Indeed, the Attorney General does not seriously dispute the point that a court must consider the terms of the special penal provision at issue before deciding whether the provision applies to a conspiracy conviction. His argument is instead that, to override the general rule that section 182(a) embraces enhancements and other similar penalty provisions, the special penal provision must expressly so provide. We are unpersuaded.

We acknowledge there is some language in Athar that can be read to suggest an express statement rule of the kind the Attorney General advocates. For example, Athar signals general agreement with a Court of Appeal opinion it describes as holding that the money laundering enhancement statute “requires the enhancement because it does not specifically prohibit it.” (Athar, supra, 36 Cal.4th at p. 401.) But in the end, neither the substantive analysis in Athar nor our prior decision in Hernandez supports this sort of rule.

For one thing, if an express statement were required to overcome the general rule of section 182(a) with respect to enhancements and alternate penalties, then Hernandez presumably would have come out differently. After all, nothing in the 1978 death penalty statute expressly stated that the penalties for special circumstance murder are inapplicable in conspiracy cases. The Attorney General argues Hernandez is distinguishable because it raised constitutional considerations not present here, concerning the imposition of the death penalty for a crime not involving the killing of another. This is true but beside the point, since Hernandez was not a constitutional decision; Hernandez instead invoked constitutional considerations in an effort to understand the meaning of the statute. Athar did not purport to overrule Hernandez in this respect, but likewise employed the usual tools of statutory interpretation to reach its conclusions about the intended reach of amount-based enhancements in money laundering cases.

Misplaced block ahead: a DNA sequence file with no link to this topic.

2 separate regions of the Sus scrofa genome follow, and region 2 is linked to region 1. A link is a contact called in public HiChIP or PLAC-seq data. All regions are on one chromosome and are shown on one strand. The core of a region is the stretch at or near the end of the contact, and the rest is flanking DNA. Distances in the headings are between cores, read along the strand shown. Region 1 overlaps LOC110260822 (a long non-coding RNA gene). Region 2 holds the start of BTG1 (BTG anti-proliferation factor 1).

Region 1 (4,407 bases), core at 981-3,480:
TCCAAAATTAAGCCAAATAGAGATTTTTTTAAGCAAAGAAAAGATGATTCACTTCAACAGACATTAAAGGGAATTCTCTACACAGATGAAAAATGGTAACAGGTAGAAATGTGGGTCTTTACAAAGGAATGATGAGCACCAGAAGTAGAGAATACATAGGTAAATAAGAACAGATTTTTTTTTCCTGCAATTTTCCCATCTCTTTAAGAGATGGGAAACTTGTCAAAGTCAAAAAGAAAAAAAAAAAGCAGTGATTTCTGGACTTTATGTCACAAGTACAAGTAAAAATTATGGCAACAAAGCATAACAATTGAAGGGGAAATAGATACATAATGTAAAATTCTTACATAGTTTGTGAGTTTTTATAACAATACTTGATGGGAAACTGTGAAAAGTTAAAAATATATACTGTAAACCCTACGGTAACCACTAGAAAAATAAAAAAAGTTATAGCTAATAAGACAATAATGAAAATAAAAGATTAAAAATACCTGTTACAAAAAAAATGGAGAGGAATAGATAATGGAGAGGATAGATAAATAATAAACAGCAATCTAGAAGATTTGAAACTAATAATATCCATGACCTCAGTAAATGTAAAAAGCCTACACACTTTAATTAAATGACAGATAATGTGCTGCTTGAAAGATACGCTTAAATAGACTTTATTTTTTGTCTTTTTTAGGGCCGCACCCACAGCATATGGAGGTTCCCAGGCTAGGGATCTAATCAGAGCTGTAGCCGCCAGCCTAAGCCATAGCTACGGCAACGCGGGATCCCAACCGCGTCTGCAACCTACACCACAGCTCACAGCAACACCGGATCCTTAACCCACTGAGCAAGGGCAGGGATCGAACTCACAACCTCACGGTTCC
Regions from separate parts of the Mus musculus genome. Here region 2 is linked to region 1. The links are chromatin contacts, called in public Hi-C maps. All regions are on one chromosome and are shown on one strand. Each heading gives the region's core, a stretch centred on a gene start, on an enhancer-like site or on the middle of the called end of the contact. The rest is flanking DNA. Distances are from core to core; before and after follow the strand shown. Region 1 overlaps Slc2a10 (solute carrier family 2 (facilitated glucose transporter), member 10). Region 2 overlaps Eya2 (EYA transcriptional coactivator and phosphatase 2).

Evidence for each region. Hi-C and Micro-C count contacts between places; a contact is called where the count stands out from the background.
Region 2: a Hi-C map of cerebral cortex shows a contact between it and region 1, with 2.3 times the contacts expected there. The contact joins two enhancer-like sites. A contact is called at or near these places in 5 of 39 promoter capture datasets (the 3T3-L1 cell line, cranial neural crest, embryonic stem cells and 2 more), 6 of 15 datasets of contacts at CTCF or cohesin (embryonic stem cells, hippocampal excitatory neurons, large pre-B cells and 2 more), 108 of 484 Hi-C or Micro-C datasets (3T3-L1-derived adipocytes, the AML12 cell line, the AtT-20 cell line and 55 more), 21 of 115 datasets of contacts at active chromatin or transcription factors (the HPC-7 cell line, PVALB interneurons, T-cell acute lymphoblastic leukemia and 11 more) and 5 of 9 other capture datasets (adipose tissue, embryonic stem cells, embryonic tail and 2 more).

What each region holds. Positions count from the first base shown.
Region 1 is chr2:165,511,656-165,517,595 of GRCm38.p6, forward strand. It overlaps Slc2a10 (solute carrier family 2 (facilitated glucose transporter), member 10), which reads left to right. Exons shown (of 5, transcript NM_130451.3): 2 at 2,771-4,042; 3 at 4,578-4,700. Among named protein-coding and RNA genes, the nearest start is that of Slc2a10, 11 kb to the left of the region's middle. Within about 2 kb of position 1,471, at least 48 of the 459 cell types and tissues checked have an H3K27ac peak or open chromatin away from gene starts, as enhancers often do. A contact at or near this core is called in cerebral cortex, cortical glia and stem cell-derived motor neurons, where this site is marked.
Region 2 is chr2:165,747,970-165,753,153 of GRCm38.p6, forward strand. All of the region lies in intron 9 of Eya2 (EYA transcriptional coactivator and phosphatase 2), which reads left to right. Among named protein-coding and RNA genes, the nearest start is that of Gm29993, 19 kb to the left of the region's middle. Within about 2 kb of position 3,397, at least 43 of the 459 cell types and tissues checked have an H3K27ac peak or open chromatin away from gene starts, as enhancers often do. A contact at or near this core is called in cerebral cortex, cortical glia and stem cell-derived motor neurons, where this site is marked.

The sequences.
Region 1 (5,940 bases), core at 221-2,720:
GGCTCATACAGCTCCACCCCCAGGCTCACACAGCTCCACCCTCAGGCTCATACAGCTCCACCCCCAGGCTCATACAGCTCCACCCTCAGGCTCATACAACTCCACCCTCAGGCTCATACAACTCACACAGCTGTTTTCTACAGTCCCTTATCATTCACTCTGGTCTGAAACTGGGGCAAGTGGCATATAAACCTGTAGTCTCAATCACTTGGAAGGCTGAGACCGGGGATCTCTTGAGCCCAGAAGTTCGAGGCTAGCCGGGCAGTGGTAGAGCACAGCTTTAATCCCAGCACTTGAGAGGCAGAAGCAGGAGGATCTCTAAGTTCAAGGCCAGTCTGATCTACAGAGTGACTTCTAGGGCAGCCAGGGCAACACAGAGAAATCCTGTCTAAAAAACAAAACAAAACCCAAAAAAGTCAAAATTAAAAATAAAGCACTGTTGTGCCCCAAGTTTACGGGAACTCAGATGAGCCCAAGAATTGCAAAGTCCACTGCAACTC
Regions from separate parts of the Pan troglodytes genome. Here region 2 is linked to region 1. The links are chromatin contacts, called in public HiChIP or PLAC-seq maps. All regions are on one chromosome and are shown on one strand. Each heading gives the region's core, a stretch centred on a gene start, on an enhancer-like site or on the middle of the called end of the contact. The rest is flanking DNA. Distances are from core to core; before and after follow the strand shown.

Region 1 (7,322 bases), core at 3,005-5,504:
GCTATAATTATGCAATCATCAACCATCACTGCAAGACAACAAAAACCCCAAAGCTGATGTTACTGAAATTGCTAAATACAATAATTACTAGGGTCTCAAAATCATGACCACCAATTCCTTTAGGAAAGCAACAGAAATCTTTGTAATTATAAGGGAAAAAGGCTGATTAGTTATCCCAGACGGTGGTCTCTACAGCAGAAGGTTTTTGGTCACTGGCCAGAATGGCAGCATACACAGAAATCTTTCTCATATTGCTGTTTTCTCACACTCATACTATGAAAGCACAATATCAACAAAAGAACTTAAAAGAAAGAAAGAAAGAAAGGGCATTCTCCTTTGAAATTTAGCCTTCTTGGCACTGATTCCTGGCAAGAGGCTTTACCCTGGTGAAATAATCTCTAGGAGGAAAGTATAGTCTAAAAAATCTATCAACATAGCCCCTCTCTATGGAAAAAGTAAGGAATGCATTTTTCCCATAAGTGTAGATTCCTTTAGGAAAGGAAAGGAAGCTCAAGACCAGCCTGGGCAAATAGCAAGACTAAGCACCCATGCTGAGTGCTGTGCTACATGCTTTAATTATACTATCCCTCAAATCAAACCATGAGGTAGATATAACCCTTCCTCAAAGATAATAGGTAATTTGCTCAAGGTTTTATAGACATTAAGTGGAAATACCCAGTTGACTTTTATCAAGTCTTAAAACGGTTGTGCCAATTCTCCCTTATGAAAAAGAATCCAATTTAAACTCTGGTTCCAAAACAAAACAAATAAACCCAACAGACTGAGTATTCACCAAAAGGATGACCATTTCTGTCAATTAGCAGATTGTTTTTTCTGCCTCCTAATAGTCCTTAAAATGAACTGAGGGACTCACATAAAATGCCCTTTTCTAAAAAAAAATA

In any event, even looking beyond precedent, we see no sound reason why an express statement should be required in this context. In cases concerning the presumption favoring retroactivity of ameliorative changes to the criminal law, we have said that case law “do[es] not ‘dictate to legislative drafters the forms in which laws must be written’ to express an intent to modify or limit the retroactive effect of an ameliorative change; rather, they require ‘that the Legislature demonstrate its intention with sufficient clarity that a reviewing court can discern and effectuate it.’ ” (People v. Conley (2016) 63 Cal.4th 646, 656–657.) The same holds true here. To instruct that enhancements or other additional penalties should not apply to individuals who conspire, but ultimately fail, to complete a particular crime, legislators need not express their intent in a particular form; the legislative body need only demonstrate its intent “ ‘with sufficient clarity that a reviewing court can discern and effectuate it.’ ” (Id. at p. 657; see id. at p. 656.) In other words, to answer the question in this case, we simply employ the usual tools of statutory interpretation without requiring an explicit statement of legislative intent to reserve additional punishment for individuals who have completed a crime, as opposed to those who have conspired to do so.